• The blue shaft is meshed/engaged to the output shaft... but the blue shaft (or to be more precise, the green gear) is not in sync with the engine. That's taken care of easily by the orange clutch, when you let your foot off the clutch pedal!

    • That clutch is rated to start a fully loaded vehicle and trailer up a San Francisco hill. Speeding/slowing the engine to match is a trivial job for it.
    • You can help further by manually syncing engine speed, but it's not that important.

Modern fuel-injected engines with long intake runners can manufacture useful torque at quite low RPMs. As a result, in the hands of a competent driver, a clutch can take a lot less wear & tear than it used to, and could potentially last the life of the car. While that's a fine thing to aspire to, it's not that big a deal if you clutch wet and sloppy. They're not that hard to access to replace.

Clutches sit between the engine and transmission. You must pull the transmission off the engine to service or exchange the clutch. That's not a simple job, because you have to get driveshafts out of the way (a bigger annoyance of FWD cars)... but it's also not a particularly brutal job, and it can be DIY'd. Unlike a modern automatic transmission, a manual gearbox is liftable. You can pick up an econobox transmission with one hand.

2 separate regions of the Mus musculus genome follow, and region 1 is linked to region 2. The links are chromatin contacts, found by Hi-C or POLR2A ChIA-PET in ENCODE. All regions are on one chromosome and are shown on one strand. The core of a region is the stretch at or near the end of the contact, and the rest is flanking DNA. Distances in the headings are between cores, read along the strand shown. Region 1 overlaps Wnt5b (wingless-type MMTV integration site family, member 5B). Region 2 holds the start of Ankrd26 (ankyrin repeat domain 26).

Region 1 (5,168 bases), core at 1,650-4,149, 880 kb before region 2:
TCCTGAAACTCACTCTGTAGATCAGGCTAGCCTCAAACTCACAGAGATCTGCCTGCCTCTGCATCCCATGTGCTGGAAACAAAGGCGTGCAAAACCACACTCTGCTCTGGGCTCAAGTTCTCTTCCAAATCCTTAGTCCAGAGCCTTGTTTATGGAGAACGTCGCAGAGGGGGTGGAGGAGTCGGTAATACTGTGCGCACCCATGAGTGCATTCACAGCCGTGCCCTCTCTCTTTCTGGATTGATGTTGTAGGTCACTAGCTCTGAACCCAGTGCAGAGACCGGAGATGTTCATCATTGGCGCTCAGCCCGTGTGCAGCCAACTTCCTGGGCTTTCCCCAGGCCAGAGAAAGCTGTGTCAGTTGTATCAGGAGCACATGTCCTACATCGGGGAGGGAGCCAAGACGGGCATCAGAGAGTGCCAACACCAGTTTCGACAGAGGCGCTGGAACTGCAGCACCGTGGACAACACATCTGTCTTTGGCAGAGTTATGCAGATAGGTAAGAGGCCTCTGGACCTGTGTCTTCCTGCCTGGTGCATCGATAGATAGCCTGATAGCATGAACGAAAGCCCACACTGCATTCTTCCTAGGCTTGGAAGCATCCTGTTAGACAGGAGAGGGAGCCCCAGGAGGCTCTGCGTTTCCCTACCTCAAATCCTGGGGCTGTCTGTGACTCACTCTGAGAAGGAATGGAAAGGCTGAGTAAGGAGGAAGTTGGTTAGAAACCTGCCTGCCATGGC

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This just shows gears and synchromesh... no clutch operation at all.

The clutch pressure plate moves some 5 millimetres or so but the pedal quite a bit more. The plate will slip until sufficient pressure is applied by the pressure plate. This is where the rapid damage is caused by those who “ride” the clutch ie use the clutch pedal as a footrest or slip the clutch too much especially when reversing or manoevering...

As you get experience you can easily feel the bite point and be able to move off smoothly.

And you get to the point where you can change gear and it is all so smooth the passengers don’t notice - long gone are the comments “did you fill up with kangaroo juice?”

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It depends on what you mean by "gradually" ? For an automobile if it slips (much) less than a second , wear is minimal. As a boy I had an oversize clutch , I let it slip ( less than a second, but too long ) and burned off the lining in a month. I slipped it because spinning the back wheels seemed too aggressive - wrong! Slippage , especially between gears should be very brief.